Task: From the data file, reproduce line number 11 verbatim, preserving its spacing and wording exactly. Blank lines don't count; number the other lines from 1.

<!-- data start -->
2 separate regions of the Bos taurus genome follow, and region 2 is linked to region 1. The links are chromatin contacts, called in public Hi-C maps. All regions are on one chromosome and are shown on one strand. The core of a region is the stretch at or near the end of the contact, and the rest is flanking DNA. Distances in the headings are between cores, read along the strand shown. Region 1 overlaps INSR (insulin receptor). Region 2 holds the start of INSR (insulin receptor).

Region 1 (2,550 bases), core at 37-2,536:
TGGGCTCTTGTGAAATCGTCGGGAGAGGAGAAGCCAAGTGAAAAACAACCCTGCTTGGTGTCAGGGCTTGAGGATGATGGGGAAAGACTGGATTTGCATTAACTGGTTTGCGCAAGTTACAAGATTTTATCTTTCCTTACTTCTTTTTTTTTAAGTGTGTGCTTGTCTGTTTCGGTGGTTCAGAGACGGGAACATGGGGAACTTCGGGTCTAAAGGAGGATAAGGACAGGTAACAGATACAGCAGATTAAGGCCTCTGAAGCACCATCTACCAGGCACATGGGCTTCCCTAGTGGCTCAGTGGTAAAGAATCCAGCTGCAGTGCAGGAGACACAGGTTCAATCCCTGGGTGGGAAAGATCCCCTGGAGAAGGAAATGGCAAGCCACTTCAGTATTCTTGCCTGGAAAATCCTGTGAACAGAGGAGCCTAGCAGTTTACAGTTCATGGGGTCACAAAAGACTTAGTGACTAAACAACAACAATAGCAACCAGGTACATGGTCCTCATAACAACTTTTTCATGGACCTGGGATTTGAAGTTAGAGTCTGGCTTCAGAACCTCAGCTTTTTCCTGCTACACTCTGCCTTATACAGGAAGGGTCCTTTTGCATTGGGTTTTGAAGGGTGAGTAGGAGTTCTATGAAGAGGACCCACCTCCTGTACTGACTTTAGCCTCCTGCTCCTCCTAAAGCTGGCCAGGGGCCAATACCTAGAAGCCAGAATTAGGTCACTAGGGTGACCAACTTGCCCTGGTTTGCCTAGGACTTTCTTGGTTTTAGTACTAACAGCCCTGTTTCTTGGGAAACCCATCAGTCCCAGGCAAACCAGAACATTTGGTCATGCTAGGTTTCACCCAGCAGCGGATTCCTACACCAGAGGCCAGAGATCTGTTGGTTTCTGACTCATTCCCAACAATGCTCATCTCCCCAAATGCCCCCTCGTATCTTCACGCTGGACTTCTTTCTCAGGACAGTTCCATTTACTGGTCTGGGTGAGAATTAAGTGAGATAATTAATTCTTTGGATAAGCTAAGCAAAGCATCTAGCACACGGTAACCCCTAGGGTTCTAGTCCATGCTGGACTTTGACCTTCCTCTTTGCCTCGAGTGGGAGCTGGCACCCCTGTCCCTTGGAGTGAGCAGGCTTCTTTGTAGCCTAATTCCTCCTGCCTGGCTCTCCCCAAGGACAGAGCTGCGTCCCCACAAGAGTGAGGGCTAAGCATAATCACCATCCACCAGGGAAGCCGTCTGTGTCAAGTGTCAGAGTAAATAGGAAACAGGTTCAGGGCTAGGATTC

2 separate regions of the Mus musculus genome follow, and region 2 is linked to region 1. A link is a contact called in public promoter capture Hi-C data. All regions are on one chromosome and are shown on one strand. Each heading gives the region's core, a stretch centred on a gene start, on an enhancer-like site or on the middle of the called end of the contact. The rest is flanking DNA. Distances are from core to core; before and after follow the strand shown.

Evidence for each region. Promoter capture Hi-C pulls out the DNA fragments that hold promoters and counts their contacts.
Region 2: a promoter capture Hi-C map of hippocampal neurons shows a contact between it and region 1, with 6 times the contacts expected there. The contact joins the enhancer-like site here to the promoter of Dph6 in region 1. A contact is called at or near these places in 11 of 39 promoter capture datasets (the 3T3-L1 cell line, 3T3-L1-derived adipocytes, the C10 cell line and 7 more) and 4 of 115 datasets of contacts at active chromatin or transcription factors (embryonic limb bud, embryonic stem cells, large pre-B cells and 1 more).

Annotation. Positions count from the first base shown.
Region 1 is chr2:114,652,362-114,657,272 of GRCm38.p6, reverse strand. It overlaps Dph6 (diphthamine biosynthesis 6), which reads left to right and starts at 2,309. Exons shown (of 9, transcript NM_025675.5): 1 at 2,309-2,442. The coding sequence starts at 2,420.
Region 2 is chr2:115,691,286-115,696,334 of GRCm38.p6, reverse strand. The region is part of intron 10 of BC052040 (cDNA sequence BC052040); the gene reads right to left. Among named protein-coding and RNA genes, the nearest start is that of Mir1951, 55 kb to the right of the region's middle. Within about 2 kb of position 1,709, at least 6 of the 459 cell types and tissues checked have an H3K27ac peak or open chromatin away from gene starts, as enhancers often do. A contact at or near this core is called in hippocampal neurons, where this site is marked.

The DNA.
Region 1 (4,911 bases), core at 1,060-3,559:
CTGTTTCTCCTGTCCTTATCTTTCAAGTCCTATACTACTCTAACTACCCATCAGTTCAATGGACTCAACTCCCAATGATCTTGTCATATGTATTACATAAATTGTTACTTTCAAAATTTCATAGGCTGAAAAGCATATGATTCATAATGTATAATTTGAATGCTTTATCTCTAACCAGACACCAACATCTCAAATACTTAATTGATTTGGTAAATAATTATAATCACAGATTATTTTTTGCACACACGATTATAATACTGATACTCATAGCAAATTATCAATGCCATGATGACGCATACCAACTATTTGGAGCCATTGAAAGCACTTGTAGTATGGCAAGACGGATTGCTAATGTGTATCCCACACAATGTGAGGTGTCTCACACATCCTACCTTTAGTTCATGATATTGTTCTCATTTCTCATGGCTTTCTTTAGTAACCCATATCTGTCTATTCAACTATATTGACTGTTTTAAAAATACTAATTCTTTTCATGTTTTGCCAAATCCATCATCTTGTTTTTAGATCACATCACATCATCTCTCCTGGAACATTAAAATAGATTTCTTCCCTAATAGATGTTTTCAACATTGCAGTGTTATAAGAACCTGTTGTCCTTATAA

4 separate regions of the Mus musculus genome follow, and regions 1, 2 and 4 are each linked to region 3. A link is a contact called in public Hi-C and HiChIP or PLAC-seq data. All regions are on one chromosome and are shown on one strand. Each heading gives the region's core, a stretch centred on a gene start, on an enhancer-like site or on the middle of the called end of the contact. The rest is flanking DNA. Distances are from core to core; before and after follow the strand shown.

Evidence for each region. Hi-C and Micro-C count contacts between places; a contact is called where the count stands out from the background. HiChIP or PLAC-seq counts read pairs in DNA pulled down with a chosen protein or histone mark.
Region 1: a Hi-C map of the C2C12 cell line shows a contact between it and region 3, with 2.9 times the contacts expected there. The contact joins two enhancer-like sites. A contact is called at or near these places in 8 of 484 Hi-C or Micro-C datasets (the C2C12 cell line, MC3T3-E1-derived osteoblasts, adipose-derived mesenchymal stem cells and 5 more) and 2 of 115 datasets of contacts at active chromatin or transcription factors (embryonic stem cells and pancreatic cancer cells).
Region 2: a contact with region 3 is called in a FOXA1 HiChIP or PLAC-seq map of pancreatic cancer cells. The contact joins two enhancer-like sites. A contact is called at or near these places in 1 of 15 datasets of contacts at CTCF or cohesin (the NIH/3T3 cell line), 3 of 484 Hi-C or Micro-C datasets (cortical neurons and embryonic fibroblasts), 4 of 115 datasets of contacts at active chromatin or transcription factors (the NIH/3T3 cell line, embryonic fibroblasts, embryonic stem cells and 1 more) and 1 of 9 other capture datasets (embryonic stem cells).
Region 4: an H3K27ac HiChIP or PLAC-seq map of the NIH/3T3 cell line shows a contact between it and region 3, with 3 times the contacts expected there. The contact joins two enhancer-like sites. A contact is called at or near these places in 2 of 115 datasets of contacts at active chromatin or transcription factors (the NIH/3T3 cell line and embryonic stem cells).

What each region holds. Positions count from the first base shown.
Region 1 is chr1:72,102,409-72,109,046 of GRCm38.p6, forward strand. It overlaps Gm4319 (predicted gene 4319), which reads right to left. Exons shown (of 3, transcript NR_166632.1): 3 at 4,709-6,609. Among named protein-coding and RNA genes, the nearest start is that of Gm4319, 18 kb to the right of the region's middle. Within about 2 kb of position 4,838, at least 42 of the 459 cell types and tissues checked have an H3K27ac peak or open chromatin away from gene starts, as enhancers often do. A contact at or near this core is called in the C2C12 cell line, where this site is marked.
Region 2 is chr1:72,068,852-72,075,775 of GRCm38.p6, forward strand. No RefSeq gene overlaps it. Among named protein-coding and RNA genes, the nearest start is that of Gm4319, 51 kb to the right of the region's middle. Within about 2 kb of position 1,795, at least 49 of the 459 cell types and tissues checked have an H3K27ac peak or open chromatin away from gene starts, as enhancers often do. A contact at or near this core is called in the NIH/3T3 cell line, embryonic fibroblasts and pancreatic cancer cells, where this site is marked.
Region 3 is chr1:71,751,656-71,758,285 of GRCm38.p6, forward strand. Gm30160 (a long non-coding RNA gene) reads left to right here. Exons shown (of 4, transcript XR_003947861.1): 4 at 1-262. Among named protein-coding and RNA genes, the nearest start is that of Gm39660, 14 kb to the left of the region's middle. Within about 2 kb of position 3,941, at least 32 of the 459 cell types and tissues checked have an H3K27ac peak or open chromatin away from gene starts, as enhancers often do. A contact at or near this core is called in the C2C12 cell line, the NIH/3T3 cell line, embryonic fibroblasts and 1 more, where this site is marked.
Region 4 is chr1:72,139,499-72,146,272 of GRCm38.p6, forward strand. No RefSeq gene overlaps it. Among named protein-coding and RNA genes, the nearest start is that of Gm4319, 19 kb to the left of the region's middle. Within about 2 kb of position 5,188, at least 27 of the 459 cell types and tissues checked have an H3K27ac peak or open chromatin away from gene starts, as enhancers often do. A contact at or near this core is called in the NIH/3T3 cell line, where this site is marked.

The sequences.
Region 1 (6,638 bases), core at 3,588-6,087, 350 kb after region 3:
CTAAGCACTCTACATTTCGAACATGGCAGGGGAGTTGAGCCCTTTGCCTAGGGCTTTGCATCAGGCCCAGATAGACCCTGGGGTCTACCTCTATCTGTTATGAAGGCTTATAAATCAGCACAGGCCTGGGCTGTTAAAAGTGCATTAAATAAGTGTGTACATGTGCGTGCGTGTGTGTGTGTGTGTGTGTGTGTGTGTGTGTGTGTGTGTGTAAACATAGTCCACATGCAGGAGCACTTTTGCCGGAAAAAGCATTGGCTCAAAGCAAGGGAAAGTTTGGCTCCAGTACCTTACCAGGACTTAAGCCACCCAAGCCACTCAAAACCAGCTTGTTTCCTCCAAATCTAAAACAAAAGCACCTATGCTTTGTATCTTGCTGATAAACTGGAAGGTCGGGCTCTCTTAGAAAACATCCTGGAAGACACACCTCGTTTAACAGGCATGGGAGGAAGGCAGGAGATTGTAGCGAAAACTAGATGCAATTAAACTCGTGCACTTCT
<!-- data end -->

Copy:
Region 1 (4,911 bases), core at 1,060-3,559: